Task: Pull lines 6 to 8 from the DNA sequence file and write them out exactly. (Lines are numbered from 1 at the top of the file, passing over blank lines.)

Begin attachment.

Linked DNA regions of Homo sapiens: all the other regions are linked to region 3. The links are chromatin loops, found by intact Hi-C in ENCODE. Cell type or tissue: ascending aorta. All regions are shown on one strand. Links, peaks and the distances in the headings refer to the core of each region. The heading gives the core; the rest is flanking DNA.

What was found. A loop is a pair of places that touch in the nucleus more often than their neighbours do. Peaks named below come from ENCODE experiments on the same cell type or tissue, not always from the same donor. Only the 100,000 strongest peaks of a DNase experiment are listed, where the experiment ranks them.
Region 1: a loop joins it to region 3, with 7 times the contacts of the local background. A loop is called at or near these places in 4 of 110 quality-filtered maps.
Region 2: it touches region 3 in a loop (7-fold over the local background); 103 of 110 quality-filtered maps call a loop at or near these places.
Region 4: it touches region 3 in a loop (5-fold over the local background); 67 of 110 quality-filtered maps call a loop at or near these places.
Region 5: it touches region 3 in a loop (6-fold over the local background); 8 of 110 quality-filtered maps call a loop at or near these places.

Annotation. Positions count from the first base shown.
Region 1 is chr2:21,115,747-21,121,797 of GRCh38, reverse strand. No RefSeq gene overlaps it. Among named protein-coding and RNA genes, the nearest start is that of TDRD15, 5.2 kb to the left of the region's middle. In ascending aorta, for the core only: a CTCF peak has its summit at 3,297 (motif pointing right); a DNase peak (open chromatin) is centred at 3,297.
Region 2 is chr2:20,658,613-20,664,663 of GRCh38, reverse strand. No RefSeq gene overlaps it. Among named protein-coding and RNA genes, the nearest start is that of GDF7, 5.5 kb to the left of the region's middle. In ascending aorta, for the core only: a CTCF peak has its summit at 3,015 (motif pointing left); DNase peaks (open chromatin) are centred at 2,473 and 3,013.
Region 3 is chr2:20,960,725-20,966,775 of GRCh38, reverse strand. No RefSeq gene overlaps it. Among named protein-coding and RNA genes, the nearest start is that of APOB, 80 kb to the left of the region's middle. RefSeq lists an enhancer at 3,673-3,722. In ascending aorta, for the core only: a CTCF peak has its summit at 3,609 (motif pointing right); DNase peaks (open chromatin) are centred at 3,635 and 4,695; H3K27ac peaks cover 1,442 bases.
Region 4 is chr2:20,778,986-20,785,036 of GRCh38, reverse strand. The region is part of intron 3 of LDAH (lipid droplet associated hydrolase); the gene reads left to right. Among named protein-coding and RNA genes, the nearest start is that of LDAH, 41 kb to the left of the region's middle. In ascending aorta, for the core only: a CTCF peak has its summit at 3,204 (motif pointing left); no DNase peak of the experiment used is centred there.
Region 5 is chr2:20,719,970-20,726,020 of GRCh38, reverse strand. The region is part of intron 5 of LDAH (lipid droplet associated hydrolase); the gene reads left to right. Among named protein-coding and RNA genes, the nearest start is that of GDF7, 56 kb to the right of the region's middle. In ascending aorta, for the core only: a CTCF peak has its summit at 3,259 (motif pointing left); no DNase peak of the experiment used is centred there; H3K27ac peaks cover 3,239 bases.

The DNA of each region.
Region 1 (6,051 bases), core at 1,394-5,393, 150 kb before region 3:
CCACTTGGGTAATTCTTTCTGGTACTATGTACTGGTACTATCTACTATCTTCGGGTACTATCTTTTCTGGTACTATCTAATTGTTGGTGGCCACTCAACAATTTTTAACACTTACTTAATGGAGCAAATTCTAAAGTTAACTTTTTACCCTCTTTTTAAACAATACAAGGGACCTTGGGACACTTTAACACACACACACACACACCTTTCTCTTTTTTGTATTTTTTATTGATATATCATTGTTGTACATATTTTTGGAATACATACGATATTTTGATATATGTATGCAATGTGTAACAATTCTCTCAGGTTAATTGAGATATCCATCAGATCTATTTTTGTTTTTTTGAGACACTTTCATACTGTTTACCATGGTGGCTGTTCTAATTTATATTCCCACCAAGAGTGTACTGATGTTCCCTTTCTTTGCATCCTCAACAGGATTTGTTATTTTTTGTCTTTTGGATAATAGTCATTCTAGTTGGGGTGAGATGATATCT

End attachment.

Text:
Region 5: it touches region 3 in a loop (6-fold over the local background); 8 of 110 quality-filtered maps call a loop at or near these places.

Annotation. Positions count from the first base shown.
Region 1 is chr2:21,115,747-21,121,797 of GRCh38, reverse strand. No RefSeq gene overlaps it. Among named protein-coding and RNA genes, the nearest start is that of TDRD15, 5.2 kb to the left of the region's middle. In ascending aorta, for the core only: a CTCF peak has its summit at 3,297 (motif pointing right); a DNase peak (open chromatin) is centred at 3,297.